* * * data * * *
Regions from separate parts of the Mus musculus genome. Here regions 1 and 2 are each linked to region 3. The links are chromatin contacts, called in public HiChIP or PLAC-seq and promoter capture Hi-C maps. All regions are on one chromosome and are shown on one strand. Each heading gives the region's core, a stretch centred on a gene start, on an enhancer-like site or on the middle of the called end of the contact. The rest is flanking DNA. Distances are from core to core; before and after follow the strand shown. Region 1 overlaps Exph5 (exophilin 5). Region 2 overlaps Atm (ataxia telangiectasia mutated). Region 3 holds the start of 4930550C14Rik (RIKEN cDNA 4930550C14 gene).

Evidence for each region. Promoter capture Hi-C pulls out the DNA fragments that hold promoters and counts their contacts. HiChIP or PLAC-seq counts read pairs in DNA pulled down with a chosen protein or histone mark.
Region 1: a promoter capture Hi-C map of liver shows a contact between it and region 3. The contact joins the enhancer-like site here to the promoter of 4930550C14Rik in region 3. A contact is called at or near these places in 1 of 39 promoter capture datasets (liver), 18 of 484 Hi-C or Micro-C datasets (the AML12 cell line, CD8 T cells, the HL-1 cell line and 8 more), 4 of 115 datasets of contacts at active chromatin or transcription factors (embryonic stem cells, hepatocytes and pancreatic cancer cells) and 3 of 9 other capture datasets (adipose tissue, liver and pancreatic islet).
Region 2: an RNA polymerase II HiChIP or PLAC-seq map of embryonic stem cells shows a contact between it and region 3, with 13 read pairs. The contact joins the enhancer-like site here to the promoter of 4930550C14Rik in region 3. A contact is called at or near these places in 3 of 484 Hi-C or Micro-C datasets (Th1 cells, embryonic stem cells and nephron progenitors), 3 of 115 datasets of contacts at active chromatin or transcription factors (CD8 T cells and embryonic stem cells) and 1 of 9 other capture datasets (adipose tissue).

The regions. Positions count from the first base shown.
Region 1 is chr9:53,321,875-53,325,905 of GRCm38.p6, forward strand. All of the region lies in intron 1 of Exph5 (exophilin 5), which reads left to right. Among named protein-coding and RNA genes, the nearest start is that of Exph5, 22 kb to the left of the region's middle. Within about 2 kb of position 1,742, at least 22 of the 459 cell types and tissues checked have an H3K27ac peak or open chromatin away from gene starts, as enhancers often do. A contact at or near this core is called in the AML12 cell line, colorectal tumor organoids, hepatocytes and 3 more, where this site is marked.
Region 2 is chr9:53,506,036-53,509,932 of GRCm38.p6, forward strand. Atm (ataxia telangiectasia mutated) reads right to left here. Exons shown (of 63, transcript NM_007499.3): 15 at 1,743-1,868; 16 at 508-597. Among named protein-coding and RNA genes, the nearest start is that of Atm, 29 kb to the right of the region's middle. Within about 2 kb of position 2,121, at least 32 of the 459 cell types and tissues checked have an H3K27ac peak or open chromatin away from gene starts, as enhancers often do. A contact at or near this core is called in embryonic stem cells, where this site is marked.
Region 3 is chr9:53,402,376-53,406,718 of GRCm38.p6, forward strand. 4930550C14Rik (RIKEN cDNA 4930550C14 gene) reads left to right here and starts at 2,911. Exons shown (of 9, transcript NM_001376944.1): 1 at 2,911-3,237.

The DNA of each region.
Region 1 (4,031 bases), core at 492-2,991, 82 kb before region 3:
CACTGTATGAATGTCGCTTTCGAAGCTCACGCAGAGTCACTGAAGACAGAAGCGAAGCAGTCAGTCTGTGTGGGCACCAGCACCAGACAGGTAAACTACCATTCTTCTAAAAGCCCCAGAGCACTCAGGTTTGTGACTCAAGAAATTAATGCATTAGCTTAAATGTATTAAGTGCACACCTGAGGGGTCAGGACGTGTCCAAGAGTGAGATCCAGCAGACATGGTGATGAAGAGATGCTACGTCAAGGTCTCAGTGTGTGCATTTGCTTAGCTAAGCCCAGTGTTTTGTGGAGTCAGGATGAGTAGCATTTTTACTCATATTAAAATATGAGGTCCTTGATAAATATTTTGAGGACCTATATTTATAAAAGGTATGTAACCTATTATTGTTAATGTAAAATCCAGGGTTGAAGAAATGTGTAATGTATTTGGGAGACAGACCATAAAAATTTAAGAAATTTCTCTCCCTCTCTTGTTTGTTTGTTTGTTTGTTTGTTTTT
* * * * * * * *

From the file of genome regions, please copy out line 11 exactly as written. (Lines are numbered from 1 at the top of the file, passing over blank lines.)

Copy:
CACTGTATGAATGTCGCTTTCGAAGCTCACGCAGAGTCACTGAAGACAGAAGCGAAGCAGTCAGTCTGTGTGGGCACCAGCACCAGACAGGTAAACTACCATTCTTCTAAAAGCCCCAGAGCACTCAGGTTTGTGACTCAAGAAATTAATGCATTAGCTTAAATGTATTAAGTGCACACCTGAGGGGTCAGGACGTGTCCAAGAGTGAGATCCAGCAGACATGGTGATGAAGAGATGCTACGTCAAGGTCTCAGTGTGTGCATTTGCTTAGCTAAGCCCAGTGTTTTGTGGAGTCAGGATGAGTAGCATTTTTACTCATATTAAAATATGAGGTCCTTGATAAATATTTTGAGGACCTATATTTATAAAAGGTATGTAACCTATTATTGTTAATGTAAAATCCAGGGTTGAAGAAATGTGTAATGTATTTGGGAGACAGACCATAAAAATTTAAGAAATTTCTCTCCCTCTCTTGTTTGTTTGTTTGTTTGTTTGTTTTT